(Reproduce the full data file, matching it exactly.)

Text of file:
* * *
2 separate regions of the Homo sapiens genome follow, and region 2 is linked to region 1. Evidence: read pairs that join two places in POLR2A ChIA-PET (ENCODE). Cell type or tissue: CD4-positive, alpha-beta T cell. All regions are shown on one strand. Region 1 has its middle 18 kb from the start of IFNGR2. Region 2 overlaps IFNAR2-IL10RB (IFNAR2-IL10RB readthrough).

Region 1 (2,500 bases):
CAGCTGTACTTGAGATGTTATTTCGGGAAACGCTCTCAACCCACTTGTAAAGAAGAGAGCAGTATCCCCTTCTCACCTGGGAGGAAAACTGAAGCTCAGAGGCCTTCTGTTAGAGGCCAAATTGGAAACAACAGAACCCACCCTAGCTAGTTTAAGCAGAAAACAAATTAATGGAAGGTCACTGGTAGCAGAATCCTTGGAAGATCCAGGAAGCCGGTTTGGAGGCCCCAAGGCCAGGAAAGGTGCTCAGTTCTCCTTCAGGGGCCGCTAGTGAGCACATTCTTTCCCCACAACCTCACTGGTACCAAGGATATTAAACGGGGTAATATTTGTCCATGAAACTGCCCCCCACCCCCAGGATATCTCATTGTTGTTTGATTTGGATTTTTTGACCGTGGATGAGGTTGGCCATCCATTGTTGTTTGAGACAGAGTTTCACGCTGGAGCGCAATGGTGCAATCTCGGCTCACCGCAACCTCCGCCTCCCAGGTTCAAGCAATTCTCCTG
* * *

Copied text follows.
2 separate regions of the Homo sapiens genome follow, and region 2 is linked to region 1. Evidence: read pairs that join two places in POLR2A ChIA-PET (ENCODE). Cell type or tissue: CD4-positive, alpha-beta T cell. All regions are shown on one strand. Region 1 has its middle 18 kb from the start of IFNGR2. Region 2 overlaps IFNAR2-IL10RB (IFNAR2-IL10RB readthrough).

Region 1 (2,500 bases):
CAGCTGTACTTGAGATGTTATTTCGGGAAACGCTCTCAACCCACTTGTAAAGAAGAGAGCAGTATCCCCTTCTCACCTGGGAGGAAAACTGAAGCTCAGAGGCCTTCTGTTAGAGGCCAAATTGGAAACAACAGAACCCACCCTAGCTAGTTTAAGCAGAAAACAAATTAATGGAAGGTCACTGGTAGCAGAATCCTTGGAAGATCCAGGAAGCCGGTTTGGAGGCCCCAAGGCCAGGAAAGGTGCTCAGTTCTCCTTCAGGGGCCGCTAGTGAGCACATTCTTTCCCCACAACCTCACTGGTACCAAGGATATTAAACGGGGTAATATTTGTCCATGAAACTGCCCCCCACCCCCAGGATATCTCATTGTTGTTTGATTTGGATTTTTTGACCGTGGATGAGGTTGGCCATCCATTGTTGTTTGAGACAGAGTTTCACGCTGGAGCGCAATGGTGCAATCTCGGCTCACCGCAACCTCCGCCTCCCAGGTTCAAGCAATTCTCCTG